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Henrik Lundqvist's first Stanley Cup Final has been a nightmare

The only thing missing from Lundqvist's résumé is a Stanley Cup, and his first shot at it is going as poorly as it could possibly go.

Pool Photo-USA TODAY Sports

During his nine-year career, Henrik Lundqvist has not only been the backbone of the New York Rangers organization, he has been one of the best goalies in the world. He has achieved almost everything a player can at the position at both the individual and team level.

He's won a Vezina Trophy as the best goalie in the NHL. He has consistently been near the top of the save-percentage leaderboard over the past six years. And he even found success on the International stage by backstopping Sweden to a gold medal at the 2006 Olympics. The only thing missing on that résumé is the opportunity to have his name on the Stanley Cup, and he finally had a chance to add that this season with the Rangers' surprising run to set up their meeting with the Los Angeles Kings.

Lundqvist, as he usually is, has been the biggest driving force behind the Rangers' success this postseason.

He was nearly unbeatable in two different Game 7s, including one on the road in Pittsburgh in the second round, and recorded a shutout in the their series-clinching win in the Eastern Conference Final against the Montreal Canadiens. Everything was going his way, and he was the biggest reason the Rangers, a substantial underdog heading into the Stanley Cup Finalwere going to have a fighting chance in this series.

That's why this entire experience has turned into a complete nightmare for Lundqvist and the Rangers.

It's been the goaltending, the one area they should have had an advantage in the series, that's helped put them in the 3-0 hole they face on Wednesday night. Not only the performance of Lundqvist, who has a dismal .892 save percentage over the first three games, but also the play of Jonathan Quick -- who had mostly been nothing more than a passenger in Los Angeles' playoff run this year behind it's suddenly unstoppable offense -- at the other end of the ice. Specifically their Game 3 performances that saw Quick record a 32-save shutout while Lundqvist gave up three goals on just 15 shots.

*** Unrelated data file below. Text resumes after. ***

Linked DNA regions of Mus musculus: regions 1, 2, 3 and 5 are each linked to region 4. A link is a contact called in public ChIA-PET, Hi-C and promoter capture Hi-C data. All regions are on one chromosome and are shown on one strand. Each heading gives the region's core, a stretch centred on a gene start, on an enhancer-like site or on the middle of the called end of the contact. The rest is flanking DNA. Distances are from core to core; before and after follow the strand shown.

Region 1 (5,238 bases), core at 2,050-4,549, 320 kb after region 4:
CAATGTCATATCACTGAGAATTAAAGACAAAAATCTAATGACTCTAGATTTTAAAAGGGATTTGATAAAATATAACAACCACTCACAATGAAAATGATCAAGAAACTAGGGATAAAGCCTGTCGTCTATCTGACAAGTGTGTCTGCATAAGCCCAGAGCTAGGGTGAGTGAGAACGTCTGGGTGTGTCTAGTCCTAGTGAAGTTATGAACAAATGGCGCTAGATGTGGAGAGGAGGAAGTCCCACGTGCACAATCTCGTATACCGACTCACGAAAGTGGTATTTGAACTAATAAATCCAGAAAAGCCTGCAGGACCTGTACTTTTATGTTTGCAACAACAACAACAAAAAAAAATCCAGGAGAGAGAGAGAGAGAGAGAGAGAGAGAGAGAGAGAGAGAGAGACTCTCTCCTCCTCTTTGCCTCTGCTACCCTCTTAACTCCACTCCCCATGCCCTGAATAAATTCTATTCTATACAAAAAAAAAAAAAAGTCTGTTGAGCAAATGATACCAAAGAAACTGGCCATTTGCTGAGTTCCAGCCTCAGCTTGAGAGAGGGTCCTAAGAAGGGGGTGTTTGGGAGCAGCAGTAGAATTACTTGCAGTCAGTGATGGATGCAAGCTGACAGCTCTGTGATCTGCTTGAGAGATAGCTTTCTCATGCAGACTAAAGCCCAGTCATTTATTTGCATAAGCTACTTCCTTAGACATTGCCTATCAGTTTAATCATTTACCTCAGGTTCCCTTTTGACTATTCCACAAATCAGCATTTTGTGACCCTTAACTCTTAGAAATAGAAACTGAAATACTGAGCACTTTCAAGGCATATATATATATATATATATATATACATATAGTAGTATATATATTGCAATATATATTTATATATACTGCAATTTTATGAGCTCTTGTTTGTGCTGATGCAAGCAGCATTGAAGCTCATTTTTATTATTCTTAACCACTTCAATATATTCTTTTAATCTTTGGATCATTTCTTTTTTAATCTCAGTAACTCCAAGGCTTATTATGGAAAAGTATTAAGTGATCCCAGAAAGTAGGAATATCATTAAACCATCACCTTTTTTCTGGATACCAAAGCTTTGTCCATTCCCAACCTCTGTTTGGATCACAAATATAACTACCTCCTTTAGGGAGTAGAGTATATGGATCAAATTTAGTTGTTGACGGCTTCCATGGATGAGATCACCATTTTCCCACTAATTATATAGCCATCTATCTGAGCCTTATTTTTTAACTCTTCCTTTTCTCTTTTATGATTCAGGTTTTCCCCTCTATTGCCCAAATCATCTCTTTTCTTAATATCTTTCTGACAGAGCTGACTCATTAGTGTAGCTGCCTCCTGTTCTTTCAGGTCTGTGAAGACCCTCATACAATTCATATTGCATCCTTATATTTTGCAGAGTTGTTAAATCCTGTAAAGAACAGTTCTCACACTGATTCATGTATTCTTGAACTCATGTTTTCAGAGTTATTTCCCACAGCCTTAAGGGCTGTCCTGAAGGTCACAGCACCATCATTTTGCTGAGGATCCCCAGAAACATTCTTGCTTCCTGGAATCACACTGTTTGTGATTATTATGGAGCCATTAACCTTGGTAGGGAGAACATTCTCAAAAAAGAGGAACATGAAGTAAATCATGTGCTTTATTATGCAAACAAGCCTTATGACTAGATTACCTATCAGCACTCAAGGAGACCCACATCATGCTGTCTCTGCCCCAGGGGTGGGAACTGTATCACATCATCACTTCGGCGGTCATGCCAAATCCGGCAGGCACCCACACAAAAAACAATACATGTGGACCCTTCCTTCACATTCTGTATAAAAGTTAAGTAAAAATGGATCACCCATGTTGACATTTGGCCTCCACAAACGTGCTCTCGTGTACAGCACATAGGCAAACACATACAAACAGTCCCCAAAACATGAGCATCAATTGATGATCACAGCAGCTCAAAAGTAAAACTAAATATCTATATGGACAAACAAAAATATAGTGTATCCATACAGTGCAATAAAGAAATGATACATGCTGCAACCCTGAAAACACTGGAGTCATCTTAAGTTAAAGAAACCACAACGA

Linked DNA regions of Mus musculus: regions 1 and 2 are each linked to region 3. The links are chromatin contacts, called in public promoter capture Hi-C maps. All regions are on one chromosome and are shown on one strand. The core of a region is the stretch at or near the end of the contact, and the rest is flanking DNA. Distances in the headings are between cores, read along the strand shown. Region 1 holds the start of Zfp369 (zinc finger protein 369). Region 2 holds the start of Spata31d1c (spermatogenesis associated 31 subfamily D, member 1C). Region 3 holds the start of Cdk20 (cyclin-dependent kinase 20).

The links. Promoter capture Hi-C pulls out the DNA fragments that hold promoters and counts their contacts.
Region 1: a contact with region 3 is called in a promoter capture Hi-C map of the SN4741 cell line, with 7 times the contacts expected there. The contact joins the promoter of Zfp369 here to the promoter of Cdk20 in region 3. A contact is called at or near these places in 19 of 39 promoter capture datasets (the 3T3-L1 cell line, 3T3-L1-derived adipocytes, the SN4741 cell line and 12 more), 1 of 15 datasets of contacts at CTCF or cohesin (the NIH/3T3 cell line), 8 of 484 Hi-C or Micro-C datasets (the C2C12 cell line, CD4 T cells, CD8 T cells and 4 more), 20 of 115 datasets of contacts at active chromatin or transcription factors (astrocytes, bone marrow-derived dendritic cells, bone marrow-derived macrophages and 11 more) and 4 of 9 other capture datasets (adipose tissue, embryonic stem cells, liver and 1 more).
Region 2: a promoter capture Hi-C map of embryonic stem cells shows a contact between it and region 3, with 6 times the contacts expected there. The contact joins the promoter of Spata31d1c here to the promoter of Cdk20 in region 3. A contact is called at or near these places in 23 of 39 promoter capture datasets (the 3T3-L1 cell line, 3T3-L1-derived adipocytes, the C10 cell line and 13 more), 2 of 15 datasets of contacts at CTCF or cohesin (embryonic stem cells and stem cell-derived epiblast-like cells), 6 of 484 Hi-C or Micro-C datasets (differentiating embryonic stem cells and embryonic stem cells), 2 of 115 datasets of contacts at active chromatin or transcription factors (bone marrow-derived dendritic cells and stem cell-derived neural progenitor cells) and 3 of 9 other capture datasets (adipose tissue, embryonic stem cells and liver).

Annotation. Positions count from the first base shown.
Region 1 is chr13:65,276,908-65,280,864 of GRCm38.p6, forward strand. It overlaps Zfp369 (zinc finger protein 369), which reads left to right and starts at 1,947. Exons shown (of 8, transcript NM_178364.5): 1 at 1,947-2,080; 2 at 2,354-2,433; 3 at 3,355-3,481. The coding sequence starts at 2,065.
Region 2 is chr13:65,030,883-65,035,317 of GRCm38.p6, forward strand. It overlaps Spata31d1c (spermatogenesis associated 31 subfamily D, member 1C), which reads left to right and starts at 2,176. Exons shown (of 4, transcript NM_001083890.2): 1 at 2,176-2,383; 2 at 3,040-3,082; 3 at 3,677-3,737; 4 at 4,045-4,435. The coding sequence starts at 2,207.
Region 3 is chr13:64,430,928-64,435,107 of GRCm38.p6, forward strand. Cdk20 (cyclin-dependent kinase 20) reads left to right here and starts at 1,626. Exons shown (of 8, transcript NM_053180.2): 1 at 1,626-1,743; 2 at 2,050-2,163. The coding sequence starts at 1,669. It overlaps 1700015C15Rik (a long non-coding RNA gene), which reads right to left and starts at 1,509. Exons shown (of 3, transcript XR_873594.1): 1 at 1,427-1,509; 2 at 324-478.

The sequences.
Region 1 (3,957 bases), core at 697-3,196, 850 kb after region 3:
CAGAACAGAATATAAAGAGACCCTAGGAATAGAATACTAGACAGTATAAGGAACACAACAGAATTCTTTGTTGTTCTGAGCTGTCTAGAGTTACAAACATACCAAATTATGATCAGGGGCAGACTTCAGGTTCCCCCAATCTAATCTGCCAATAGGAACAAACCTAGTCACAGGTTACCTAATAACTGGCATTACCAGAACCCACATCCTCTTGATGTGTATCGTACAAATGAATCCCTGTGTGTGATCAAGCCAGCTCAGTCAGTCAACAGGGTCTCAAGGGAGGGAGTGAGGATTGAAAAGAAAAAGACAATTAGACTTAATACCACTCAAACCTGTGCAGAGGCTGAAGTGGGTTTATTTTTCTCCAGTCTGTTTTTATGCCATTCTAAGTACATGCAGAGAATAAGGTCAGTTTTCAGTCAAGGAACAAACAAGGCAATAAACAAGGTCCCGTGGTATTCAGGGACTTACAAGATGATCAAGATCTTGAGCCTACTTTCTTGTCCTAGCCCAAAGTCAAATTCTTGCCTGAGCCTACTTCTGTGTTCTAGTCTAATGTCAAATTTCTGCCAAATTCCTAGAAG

And that's the game that has to hurt for the Rangers, not only because they managed to get several chances offensively only to have Quick make a series of unconscious saves at the other end of the ice, but because so many of the Kings' limited chances ended up in the back of the net.

And you could make the argument that none of them were actually the fault of the goaltender.

Jeff Carter's first-period buzzer-beater deflected off the skate of defenseman Dan Girardi on its way to the net.


Jake Muzzin's second-period goal changed direction after hitting Martin St. Louis in front of the net. And Mike Richards' third-period goal, the one that pretty much put the game -- and most likely the series -- out of reach came after Richards initially attempted to make a cross-ice pass only to have it bounce off of Ryan McDonagh and come right back to Richards who could then slide it into an empty net as Lundqvist attempted to recover.

It was a similar story in Game 2 when Dustin Brown deflected a Willie Mitchell point shot into the net for the game-winner in overtime, which came after Dwight King helped ignite one of the Kings' two-goal rallies by falling on top of Lundqvist in the crease.

Photo credit: Brad Penner-USA TODAY Sports

And you know what? That's hockey. And sometimes in a best-of-seven series hockey happens and everything can work against you at the wrong time, turning an otherwise close, competitive series (which this has been, despite the lopsided win total) into a potential sweep. Goals off of deflections count just as much as goals that cleanly beat a goalie, and it's not like the Rangers weren't able to benefit this postseason from somebody falling into a goalie. The beauty of the Stanley Cup playoffs is that anything can happen in a best-of-seven series, and the same things that worked in your favor earlier in the playoffs to help you advance can suddenly go against you and crush your dreams.

It's series' like this where we have to be careful. So much of the narrative around the playoffs and the Stanley Cup Final is about a players' "legacy," or about their standing among their peers. In comparison to Quick, who is one win away from claiming his second Stanley Cup in three years, the hockey community probably is not going to be very kind to Lundqvist and his legacy (heck, it's already started a bit).

And the end of this series, whether it ends on Wednesday or later in the week, it's possible for all of these statements to be true.

  • Some things beyond his control have worked against Lundqvist in this series.
  • He still hasn't played as well as he normally does or as well as he possibly could.

Even with the two statements above, he can still be on the short list of best goalies in the world, and perhaps even still at the top of it, with or without his name on the Stanley Cup right now.